Mutation analysis is a well-studied, fault-based testing technique. It requires testers to design tests based on a set of artificial defects. The defects help in performing testing activities by measuring the ratio that is revealed by the candidate tests. Unfortunately, applying mutation to real-world programs requires automated tools due to the vast number of defects involved. In such a case, the effectiveness of the method strongly depends on the peculiarities of the employed tools. Thus, when using automated tools, their implementation inadequacies can lead to inaccurate results. To deal with this issue, we cross-evaluate four mutation testing tools for Java, namely PIT, muJava, Major and the research version of PIT, PITRV, with respect to their fault-detection capabilities. We investigate the strengths of the tools based on: a) a set of real faults and b) manual analysis of the mutants they introduce. We find that there are large differences between the tools’ effectiveness and demonstrate that no tool is able to subsume the others. We also provide results indicating the application cost of the method. Overall, we find that PITRV achieves the best results. In particular, PITRV outperforms the other tools by finding 6% more faults than the other tools combined. [less ▲]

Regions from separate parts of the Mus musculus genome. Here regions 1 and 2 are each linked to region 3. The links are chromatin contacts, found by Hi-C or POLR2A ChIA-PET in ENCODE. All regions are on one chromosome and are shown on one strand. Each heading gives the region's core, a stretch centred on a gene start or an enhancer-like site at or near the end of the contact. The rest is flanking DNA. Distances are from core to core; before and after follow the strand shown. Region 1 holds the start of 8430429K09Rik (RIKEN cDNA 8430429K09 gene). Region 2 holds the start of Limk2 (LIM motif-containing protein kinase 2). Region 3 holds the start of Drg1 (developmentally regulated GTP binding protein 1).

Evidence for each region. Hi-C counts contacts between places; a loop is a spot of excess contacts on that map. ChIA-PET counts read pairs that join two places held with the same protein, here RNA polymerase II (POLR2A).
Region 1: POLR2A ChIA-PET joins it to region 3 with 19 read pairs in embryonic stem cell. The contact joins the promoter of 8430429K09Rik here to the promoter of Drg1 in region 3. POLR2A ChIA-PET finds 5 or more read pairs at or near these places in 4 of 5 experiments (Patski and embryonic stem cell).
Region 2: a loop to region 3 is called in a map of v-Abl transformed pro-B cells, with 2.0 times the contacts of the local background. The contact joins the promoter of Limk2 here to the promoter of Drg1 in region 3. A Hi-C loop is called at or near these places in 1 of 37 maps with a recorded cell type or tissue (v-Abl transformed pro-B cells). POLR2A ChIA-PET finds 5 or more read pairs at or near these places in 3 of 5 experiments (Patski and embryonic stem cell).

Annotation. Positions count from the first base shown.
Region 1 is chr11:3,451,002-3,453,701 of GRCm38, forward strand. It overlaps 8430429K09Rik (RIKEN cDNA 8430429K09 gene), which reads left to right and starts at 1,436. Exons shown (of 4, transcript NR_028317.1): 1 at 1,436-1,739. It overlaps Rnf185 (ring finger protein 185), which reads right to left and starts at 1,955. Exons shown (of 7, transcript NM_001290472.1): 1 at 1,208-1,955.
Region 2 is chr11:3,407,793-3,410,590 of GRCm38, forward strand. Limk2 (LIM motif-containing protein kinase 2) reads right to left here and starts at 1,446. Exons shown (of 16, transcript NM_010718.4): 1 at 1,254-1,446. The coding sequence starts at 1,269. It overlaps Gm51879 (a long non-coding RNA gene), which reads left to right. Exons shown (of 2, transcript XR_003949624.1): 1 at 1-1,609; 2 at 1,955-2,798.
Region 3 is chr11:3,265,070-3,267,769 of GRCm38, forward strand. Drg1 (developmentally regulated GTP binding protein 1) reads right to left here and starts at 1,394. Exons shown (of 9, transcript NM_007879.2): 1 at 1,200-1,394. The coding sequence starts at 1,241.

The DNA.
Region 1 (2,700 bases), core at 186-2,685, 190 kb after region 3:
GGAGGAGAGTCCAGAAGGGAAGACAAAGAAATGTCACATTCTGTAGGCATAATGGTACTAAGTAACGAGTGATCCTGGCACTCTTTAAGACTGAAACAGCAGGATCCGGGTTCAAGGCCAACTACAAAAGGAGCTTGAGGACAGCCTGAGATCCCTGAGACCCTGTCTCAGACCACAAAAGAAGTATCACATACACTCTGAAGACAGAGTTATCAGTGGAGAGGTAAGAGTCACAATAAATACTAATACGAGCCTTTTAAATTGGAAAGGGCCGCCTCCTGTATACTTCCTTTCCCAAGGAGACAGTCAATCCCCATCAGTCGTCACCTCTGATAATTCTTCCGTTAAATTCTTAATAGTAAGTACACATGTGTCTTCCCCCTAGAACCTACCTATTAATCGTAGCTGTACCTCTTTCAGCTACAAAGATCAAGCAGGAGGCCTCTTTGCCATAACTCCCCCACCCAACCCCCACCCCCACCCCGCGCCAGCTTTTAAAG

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See detailAn Empirical Study on Mutation, Statement and Branch Coverage Fault Revelation that Avoids the Unreliable Clean Program Assumption
Titcheu Chekam, Thierry UL; Papadakis, Mike UL; Le Traon, Yves UL et al

in International Conference on Software Engineering (ICSE 2017) (2017, May 28)

Many studies suggest using coverage concepts, such as branch coverage, as the starting point of testing, while others as the most prominent test quality indicator. Yet the relationship between coverage ... [more ▼]